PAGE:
July 19, 2022
There is a loud and growing chorus demanding that the Fed follow a path of aggressive rate hikes, which will inevitably lead to higher unemployment and likely a recession. The rationale is that inflation is far higher than the Fed’s 2.0 percent target. The argument is that much higher rates of unemployment are needed to bring the inflation rate back in line with this target.
There are several points that this analysis misses. Most obviously, much of the inflation we have been seeing comes from food and energy, not the core. The sharp price increases in these areas have been partially reversed in the last couple of months.
There is good reason to expect these price declines to continue. For example, the price of December oil futures is less than $91 per barrel, and for April 2023, it is less than $86. There is a similar story with wheat and a number of other important commodities.
Core inflation has, of course, also been far higher than the Fed’s 2.0 percent target. But, here too, there is good reason to believe inflation is headed lower. Part of the story is that the supply chain issues that caused prices of many items to soar in the pandemic have now largely been resolved. Non-car inventories are more than 25 percent higher than before the pandemic. Major retailers have complained that they no longer have pricing power and are forced to have large mark-downs to move their inventory.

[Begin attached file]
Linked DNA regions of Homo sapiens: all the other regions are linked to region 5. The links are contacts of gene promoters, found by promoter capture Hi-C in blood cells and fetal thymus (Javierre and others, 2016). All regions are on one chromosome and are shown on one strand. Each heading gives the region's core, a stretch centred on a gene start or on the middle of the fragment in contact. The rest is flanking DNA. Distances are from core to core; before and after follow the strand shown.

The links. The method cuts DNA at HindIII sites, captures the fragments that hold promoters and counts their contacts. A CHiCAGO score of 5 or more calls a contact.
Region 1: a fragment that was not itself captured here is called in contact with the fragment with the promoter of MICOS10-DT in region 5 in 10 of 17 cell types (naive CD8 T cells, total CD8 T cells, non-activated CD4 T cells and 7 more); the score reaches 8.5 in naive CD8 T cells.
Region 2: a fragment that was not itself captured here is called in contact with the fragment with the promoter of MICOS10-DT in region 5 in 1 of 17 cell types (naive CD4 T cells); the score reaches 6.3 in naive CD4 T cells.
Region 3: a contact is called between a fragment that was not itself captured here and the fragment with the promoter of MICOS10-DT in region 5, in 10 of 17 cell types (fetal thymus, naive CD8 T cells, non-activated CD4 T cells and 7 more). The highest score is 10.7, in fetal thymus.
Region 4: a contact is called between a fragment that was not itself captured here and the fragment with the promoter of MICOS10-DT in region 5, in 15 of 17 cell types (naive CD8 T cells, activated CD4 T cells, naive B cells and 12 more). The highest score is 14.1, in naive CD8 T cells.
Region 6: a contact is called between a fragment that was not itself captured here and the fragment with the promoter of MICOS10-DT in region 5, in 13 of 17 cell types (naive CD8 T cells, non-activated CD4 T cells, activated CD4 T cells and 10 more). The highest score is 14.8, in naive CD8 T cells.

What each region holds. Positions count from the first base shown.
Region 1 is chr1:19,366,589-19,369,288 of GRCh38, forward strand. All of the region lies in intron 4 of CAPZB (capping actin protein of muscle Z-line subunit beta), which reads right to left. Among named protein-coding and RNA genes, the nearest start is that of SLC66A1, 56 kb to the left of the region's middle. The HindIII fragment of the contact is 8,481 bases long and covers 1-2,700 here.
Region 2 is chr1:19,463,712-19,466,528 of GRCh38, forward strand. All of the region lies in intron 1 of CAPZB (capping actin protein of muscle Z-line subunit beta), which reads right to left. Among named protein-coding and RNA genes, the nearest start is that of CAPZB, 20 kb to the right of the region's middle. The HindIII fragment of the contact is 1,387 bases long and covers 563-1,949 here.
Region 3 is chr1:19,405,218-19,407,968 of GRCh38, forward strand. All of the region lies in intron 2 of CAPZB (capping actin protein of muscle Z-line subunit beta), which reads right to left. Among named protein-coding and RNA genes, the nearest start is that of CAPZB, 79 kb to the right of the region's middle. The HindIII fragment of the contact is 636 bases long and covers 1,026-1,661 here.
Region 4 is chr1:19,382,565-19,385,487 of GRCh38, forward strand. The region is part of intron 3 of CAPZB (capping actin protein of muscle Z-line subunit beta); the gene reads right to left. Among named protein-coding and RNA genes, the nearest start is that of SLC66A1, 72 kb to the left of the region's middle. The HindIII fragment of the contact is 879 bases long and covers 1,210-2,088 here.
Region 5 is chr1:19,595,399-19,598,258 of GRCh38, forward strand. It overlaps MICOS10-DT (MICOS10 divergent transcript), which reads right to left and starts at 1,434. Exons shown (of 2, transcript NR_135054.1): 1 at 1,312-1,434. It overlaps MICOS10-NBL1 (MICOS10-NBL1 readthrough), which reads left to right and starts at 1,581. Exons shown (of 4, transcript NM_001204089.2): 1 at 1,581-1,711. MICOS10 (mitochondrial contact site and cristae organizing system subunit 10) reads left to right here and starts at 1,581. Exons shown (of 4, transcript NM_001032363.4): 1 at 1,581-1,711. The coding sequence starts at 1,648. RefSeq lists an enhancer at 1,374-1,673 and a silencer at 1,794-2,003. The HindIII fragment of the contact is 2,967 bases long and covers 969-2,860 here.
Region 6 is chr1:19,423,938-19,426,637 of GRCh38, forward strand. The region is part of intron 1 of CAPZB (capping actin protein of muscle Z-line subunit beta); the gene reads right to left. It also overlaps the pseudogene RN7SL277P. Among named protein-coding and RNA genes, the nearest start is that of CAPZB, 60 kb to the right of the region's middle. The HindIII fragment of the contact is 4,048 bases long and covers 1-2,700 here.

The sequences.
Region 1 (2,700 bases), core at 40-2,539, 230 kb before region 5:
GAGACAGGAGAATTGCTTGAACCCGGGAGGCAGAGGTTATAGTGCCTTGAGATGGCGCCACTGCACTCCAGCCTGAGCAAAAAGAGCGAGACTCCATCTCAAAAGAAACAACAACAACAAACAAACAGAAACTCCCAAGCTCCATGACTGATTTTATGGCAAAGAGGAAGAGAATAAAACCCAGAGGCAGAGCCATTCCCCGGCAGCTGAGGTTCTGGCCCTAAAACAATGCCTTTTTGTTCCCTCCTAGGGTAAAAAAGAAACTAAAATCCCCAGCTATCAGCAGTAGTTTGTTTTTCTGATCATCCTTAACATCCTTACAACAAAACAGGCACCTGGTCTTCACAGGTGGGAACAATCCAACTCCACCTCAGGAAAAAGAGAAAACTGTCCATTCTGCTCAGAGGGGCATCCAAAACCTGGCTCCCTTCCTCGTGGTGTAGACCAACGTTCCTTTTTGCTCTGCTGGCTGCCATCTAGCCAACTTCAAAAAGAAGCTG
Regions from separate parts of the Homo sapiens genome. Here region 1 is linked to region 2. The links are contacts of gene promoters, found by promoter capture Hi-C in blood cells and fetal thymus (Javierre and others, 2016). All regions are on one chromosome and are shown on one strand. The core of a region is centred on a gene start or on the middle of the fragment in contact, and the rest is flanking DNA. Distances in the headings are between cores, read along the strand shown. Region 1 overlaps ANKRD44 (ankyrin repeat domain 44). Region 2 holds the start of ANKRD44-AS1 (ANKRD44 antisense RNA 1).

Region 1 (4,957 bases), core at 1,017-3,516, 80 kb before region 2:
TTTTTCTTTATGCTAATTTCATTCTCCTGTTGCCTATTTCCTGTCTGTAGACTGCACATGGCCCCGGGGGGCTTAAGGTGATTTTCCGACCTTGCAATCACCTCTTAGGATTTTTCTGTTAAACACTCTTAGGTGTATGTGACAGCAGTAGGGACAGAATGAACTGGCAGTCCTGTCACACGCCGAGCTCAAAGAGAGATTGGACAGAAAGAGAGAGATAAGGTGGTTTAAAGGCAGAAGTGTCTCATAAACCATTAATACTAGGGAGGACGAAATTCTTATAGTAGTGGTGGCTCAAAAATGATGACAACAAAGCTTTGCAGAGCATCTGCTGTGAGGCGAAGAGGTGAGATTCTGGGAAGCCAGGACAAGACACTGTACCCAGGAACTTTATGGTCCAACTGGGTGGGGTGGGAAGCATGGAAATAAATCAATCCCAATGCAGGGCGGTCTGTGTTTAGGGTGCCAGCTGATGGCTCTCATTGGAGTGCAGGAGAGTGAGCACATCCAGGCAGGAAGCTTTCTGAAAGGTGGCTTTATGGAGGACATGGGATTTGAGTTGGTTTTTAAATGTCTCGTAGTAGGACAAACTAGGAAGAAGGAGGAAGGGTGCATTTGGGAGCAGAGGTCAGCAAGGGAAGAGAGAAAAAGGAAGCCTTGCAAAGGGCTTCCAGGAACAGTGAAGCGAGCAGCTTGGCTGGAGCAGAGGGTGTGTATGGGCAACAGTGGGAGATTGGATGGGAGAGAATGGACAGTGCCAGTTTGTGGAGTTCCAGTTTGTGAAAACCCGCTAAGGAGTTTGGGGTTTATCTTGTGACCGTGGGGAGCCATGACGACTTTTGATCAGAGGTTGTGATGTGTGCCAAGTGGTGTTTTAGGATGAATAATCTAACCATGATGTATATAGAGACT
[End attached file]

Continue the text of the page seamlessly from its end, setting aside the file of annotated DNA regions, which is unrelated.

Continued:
More importantly, wage growth has fallen sharply since the start of the year. Wage growth had been running at more than a 6.0 percent annual rate at the end of 2021. In the most recent data, the rate of wage growth has fallen to just over 4.0 percent. (The annualized rate for June alone is just 3.8 percent.) This recent rate of wage growth is not much higher than the 3.4 percent rate for 2019, when inflation was well below the Fed’s 2.0 percent target.
What is most striking about this slowing wage growth is that it is completely out of line with the predictions of standard macroeconomic models. Wage growth should not be slowing when the unemployment rate is below 4.0 percent. The fact that we are seeing a sharp slowing of wage growth, even when the unemployment rate is near its half-century low, indicates that the current post-pandemic situation does not fit the standard models.
Modest rate hikes going forward should be sufficient to bring the inflation rate back to acceptable levels. The Fed’s rate hikes have already taken the air out of an incipient housing bubble. Sales have fallen sharply, and realtors are reporting much higher inventories and a flood of price reductions. There is also evidence in private rental indexes that rental inflation has slowed and is even being reversed in some markets.
The proponents of taking a path of rapid rate hikes seem unconcerned about the harm caused by increases in the unemployment rate. Under Chair Powell, the Fed has made an explicit commitment to maintaining the highest possible level of employment, recognizing that low levels of unemployment disproportionately benefit the most disadvantaged groups in society.
The Fed should not allow itself to be bullied into abandoning this policy. It has shown that it is willing to take the necessary steps to prevent the sort of wage-price spiral we saw in the 1970s. With wage growth slowing sharply, this is not a current threat. The Fed should not pursue a policy that needlessly throws millions of people out of work.